Aesop Rock (born Ian Matthias Bavitz) is an emcee and producer from Northport, Long Island, who currently resides in Portland, Oregon and calls Rhymesayers Entertainment his home. Originally studying art in college, Aesop gravitated towards pursuing rap music as more than just a hobby, following meeting future collaborator, Blockhead, while attending Boston University. When graduating in 1998, he had already recorded several projects, including 1997’s Music for Earthworms, helping lead him to securing his first record deal in 1999 with Mush. Shortly after the release of his first major album, Float (2000)—which featured Slug, Vast Aire and Dose One, as well as production split by himself and Blockhead—he gained the attention of Def Jux, signing to the label and releasing Labor Days a year later (2001).

Following the success of these early projects—with Labor Days becoming the first to appear on the Billboard Independent Charts (peaking at 15) and his track “Labor” being featured in Tony Hawk’s Pro Skater 4—Aesop began building a name for himself. His recognition grew steadily with each release. As he added to his discography in the early aughts, Aesop found himself being commissioned to create a 45-minute instrumental track for the Nike+iPod running program. He then collaborated with artist Jeremy Fish, with Fish creating album artwork for Aesop’s fifth full-length, 2007’s None Shall Pass and Aesop crafting a song, “Tomorrow Morning” to partner with Fish’s gallery Show in San Francisco.

After a four-year hiatus, Aesop went on to create a joint album with anti-folk singer, Kimya Dawson, and make his Rhymesayers debut as a solo artist in 2012, with the release of Skelethon. With the release of his seventh studio album, The Impossible Kid, in 2016, many fans have held Aesop Rock in high regard as an artist who is not only getting better with age, but also consistently reinventing his sound and fostering his creativity.

Aesop Rock: I really always go back to that Homemade Mummy song on Skelethon for some reason. I don't know why. After all, it was really just a special moment for me, and I don't know why but that one came exactly how I wanted it. It's not too long. I can tend to be way over wordy anyway, so two verses in and out, and it's just this simple concept that I really always go back to that one as one that I like to do. I didn't play it today, but it's kind of my go to. If I ever have to immediately perform a song, I just put that one on and do it.

Speaker 1: Yeah, exactly. In terms of, I would say that phrase too, I never had a dream in my life [crosstalk 00:00:49]. Do you still really feel like you're living the dream? Or what dreams are there to come?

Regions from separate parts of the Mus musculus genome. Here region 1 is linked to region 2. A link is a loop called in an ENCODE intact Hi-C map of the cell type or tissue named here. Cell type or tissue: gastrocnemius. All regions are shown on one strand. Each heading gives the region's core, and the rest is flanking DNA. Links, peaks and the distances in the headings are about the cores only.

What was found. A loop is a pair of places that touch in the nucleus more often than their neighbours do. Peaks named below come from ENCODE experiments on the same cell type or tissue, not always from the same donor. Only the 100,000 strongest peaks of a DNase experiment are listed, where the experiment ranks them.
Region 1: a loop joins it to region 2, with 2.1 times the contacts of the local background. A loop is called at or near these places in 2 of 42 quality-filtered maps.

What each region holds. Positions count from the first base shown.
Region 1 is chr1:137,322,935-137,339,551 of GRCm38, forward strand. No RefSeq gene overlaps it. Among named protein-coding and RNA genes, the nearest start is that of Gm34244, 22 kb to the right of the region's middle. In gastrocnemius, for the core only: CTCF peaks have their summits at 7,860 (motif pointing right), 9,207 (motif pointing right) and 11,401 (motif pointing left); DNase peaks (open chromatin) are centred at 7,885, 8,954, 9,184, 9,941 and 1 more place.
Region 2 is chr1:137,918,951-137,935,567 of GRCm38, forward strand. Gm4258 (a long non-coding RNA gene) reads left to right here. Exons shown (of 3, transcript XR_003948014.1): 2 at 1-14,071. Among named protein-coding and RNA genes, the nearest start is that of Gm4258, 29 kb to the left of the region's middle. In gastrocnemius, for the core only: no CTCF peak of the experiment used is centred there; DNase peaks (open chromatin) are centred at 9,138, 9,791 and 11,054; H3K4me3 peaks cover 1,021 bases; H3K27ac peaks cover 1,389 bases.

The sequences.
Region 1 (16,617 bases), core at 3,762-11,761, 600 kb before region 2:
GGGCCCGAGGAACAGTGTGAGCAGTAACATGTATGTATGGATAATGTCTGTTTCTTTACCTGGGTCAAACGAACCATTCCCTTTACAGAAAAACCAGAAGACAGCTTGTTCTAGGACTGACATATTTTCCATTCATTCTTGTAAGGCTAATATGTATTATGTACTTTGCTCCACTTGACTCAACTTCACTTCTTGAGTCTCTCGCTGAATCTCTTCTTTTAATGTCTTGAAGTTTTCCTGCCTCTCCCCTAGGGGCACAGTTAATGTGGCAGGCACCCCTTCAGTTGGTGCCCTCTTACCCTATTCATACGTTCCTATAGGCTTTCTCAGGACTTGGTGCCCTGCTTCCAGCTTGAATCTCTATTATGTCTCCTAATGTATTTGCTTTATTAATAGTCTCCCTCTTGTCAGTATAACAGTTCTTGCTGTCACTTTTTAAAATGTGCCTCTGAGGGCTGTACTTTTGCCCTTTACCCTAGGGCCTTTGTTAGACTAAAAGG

Aesop Rock: The song was a story about somebody else, so it doesn't ... It's nice to think that way and to try and approach life that way, but it doesn't ever fully really work that way, you know? Sometimes it's a dream, sometimes it's a bit of a nightmare, but I do have to remind myself that I'm pretty lucky to have been doing this for this long. I'm about to be 39 next week. I quit my last day job 15 years ago, 2001. So I do, during the times when I'm not enjoying it, I remind myself of those things and say, you know, this is what you wanted.
Speaker 1: You got what you wanted. You have the-
Aesop Rock: Yeah, you know, when you're in the middle of it, you can't tell ever. Sometimes it takes someone else to be like, "Hey, you're doing pretty good", and you're like, "Oh, I guess so. All right. I should probably look at it like that." But it's hard to just say I'm being an artist and I'm happy and I'm successful. That shit doesn't come out of my mouth very often, you know.
Speaker 1: Especially as you're getting a little bit older. I'm getting into my mid-30s. I was talking to Jeremy about like, you're at a point like this is what I do, there's no other Plan B and to figure out how to keep that going.
Aesop Rock: Yeah, I was telling someone the other day, for a while you think this is what I'm doing and what am I going to do next? And then you realize you're pretty much, you're already in next. You know what I mean? There's no turning back at this point.
It's just how to keep it exciting and try not to run out of steam. There's nothing worse than seeing someone that you really looked up to doing this stuff, and you kind of watch them fizzle out of steam. And they're still trying, but you know it's just not quite the same. So I try and keep myself excited about it. I'm a fan of rap, so I still try and keep up on new stuff, and try and ... You know, you're not going to ever have that feeling you did when you were a teenager, but I try and psych myself up and still get hype off of it, you know. You just got to try and keep it exciting, or else ... I mean, I can see how people get bored and it's like a fork in the road every couple months, and you're like I got to choose the right path and make sure I'm still in this, because I don't want to just go through the motions of it.
Speaker 1: Exactly. Exactly, but I always keep saying like ...
Speaker 3: Wait, let me ask you something. Who wrote, who did the one listen review on my album?
Speaker 1: Lucas, one of our writers.
Speaker 3: Dude, that shit was ... Man, I was like damn, I'm feeling real good right now.
Speaker 1: You like that shit? Good, man, good.

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